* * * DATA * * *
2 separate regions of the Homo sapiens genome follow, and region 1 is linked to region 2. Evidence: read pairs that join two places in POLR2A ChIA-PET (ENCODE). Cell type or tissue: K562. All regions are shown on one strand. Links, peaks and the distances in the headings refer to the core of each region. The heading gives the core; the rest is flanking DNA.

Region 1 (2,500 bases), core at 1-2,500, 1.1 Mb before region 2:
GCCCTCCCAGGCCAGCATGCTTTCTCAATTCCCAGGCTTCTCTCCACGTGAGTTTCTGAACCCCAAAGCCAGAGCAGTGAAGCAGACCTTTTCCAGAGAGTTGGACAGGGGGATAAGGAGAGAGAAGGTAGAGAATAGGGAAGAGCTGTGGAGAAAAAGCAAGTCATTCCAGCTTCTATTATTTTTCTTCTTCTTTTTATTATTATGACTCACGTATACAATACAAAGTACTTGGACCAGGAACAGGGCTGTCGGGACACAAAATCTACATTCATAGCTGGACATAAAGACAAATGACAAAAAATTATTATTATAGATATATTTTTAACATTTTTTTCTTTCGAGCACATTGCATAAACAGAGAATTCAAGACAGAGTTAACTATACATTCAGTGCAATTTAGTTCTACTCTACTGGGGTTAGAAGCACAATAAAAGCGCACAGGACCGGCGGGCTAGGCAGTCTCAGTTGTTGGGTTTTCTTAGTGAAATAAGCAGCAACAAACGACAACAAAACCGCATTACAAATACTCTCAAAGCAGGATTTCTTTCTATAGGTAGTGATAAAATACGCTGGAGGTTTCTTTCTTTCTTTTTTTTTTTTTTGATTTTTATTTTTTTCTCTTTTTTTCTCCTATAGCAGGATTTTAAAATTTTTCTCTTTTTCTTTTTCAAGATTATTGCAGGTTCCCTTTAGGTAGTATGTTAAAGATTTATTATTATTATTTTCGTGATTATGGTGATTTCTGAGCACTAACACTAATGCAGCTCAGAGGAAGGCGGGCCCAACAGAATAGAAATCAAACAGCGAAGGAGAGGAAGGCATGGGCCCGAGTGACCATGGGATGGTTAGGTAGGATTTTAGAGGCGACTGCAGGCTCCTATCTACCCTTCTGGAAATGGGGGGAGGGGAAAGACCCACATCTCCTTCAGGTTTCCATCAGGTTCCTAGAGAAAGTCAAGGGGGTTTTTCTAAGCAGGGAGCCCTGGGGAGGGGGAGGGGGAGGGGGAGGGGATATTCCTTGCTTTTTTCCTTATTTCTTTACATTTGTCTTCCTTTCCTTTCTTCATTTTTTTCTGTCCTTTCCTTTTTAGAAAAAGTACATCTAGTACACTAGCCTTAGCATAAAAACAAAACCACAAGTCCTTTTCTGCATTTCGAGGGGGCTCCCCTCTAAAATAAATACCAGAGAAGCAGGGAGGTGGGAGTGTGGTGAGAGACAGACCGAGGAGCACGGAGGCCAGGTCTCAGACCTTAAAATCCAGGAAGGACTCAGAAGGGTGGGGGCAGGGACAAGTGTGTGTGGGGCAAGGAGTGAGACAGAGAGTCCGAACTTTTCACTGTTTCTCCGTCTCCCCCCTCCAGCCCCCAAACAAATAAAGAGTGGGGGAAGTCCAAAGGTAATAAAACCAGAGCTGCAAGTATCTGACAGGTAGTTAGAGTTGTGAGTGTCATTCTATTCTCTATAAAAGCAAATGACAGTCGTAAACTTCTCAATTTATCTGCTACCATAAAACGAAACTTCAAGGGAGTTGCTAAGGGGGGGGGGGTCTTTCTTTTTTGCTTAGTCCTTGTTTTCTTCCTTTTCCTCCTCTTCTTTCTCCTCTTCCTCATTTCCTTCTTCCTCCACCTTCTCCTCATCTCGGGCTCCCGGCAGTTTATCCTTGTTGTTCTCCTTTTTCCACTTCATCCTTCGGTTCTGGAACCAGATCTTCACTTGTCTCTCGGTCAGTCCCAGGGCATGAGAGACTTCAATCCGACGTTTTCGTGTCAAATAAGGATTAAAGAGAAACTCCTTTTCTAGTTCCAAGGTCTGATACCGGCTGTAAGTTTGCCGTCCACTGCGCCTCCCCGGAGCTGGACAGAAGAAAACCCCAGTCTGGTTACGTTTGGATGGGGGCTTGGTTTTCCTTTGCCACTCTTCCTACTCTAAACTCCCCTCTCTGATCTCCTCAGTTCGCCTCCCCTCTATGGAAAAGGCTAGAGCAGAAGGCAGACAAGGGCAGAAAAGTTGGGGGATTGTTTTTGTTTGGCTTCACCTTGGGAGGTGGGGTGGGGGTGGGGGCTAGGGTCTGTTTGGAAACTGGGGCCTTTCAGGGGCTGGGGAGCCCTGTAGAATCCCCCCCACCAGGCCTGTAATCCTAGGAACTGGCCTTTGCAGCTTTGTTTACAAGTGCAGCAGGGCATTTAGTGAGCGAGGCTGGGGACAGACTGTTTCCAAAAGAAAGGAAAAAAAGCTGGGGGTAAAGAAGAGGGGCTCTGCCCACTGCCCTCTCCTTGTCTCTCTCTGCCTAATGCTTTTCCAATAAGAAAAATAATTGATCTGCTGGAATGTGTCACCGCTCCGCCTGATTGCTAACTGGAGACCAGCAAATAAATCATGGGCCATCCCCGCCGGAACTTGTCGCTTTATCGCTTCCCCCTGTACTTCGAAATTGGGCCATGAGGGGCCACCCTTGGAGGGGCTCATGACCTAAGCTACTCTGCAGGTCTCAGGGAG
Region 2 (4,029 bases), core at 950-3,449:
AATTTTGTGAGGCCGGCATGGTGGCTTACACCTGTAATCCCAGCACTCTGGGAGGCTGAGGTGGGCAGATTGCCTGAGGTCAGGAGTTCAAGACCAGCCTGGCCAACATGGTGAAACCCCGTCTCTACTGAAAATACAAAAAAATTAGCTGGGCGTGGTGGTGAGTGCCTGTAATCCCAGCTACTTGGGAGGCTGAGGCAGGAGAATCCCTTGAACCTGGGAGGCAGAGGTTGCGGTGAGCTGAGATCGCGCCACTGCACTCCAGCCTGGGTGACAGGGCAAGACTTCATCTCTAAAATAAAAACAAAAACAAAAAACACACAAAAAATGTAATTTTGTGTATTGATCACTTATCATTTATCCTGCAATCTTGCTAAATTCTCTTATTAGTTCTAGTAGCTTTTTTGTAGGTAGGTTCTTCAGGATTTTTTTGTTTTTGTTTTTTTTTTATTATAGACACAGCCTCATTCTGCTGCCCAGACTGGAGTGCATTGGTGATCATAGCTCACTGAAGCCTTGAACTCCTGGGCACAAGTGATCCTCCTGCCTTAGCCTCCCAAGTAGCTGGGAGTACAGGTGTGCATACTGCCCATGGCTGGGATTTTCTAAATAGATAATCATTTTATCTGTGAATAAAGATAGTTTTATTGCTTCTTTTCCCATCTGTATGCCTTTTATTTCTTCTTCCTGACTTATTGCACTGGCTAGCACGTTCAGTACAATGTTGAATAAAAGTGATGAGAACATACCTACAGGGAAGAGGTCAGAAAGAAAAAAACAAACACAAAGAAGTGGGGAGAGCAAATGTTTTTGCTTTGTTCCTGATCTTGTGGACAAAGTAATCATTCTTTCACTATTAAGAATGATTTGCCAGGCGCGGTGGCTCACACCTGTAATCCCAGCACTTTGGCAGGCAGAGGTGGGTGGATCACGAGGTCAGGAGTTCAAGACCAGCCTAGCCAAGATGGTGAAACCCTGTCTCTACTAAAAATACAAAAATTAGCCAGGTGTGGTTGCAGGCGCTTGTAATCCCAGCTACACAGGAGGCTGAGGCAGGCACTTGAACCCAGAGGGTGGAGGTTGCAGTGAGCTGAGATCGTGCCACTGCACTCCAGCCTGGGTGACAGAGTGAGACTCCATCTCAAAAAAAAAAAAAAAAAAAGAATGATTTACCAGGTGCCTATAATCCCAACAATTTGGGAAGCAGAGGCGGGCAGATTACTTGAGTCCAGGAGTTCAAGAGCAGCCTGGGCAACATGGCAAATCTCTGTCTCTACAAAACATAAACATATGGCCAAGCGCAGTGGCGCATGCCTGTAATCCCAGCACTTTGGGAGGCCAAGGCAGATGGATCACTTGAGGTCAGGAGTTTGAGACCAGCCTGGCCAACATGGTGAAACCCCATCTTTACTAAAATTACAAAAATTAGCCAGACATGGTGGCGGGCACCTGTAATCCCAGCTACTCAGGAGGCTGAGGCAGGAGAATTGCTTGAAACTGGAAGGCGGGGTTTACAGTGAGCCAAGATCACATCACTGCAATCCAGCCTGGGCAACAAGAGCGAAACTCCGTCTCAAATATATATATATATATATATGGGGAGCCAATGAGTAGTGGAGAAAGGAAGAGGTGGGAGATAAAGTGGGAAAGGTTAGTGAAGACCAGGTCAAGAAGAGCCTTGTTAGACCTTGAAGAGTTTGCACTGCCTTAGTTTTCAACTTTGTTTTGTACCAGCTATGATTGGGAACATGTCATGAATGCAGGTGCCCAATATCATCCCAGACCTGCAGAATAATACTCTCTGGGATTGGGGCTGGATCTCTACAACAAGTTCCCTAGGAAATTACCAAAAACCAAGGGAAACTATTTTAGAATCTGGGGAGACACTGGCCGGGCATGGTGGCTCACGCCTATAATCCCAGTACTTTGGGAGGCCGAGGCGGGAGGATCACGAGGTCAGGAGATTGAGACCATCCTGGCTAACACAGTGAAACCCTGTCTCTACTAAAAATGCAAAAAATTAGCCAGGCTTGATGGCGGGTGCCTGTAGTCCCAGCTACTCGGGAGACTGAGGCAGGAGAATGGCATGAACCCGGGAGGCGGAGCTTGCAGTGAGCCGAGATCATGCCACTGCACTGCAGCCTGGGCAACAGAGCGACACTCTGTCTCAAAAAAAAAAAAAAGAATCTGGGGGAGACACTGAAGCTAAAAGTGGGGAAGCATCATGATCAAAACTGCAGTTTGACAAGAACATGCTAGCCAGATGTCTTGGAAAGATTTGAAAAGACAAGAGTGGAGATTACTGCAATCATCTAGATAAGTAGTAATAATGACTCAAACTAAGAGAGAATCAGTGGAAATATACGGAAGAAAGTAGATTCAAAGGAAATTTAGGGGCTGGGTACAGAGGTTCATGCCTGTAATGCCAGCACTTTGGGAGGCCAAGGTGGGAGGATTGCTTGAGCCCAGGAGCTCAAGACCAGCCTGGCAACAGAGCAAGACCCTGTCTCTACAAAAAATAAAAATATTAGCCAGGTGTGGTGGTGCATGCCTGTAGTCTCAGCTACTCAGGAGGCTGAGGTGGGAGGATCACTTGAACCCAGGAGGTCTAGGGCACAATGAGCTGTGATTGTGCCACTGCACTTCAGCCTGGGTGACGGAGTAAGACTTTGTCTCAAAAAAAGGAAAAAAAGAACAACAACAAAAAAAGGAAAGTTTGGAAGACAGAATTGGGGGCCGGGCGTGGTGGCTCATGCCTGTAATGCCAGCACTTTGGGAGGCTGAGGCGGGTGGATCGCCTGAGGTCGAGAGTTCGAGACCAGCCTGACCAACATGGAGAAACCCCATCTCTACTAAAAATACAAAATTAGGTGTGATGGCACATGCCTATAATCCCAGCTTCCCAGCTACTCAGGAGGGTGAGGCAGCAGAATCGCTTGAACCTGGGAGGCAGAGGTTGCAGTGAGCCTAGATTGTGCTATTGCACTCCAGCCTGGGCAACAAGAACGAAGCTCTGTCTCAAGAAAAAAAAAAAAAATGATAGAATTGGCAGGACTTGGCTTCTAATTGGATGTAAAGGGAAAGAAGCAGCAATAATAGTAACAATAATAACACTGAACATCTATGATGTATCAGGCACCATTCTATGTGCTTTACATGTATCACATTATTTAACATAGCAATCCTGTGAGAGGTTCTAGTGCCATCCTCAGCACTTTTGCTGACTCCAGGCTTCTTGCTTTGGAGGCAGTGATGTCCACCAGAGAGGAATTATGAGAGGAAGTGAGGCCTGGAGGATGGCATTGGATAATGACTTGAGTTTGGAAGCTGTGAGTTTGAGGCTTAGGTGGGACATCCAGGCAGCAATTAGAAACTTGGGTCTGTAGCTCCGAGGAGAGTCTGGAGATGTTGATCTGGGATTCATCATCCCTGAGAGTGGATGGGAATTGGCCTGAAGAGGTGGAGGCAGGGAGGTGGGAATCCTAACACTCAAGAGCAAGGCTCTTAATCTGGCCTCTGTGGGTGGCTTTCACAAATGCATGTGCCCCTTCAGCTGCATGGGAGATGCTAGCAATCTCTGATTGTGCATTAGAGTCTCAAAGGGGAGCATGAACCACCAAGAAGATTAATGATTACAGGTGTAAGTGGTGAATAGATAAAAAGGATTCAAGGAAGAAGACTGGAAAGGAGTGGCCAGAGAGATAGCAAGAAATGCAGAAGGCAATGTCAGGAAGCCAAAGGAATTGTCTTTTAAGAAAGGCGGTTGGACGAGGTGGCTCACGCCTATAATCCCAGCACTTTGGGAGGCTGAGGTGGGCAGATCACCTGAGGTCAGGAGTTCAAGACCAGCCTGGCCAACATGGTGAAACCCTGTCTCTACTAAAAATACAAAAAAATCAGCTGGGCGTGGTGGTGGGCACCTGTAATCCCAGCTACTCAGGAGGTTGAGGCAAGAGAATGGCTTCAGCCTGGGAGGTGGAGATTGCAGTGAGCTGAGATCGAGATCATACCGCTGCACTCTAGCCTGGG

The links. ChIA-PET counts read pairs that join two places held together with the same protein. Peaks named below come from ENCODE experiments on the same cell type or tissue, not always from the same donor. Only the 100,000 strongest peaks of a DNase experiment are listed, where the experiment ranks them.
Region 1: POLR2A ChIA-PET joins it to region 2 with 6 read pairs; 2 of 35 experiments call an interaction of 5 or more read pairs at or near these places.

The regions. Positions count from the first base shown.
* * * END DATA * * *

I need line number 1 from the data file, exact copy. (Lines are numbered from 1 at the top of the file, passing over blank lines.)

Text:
2 separate regions of the Homo sapiens genome follow, and region 1 is linked to region 2. Evidence: read pairs that join two places in POLR2A ChIA-PET (ENCODE). Cell type or tissue: K562. All regions are shown on one strand. Links, peaks and the distances in the headings refer to the core of each region. The heading gives the core; the rest is flanking DNA.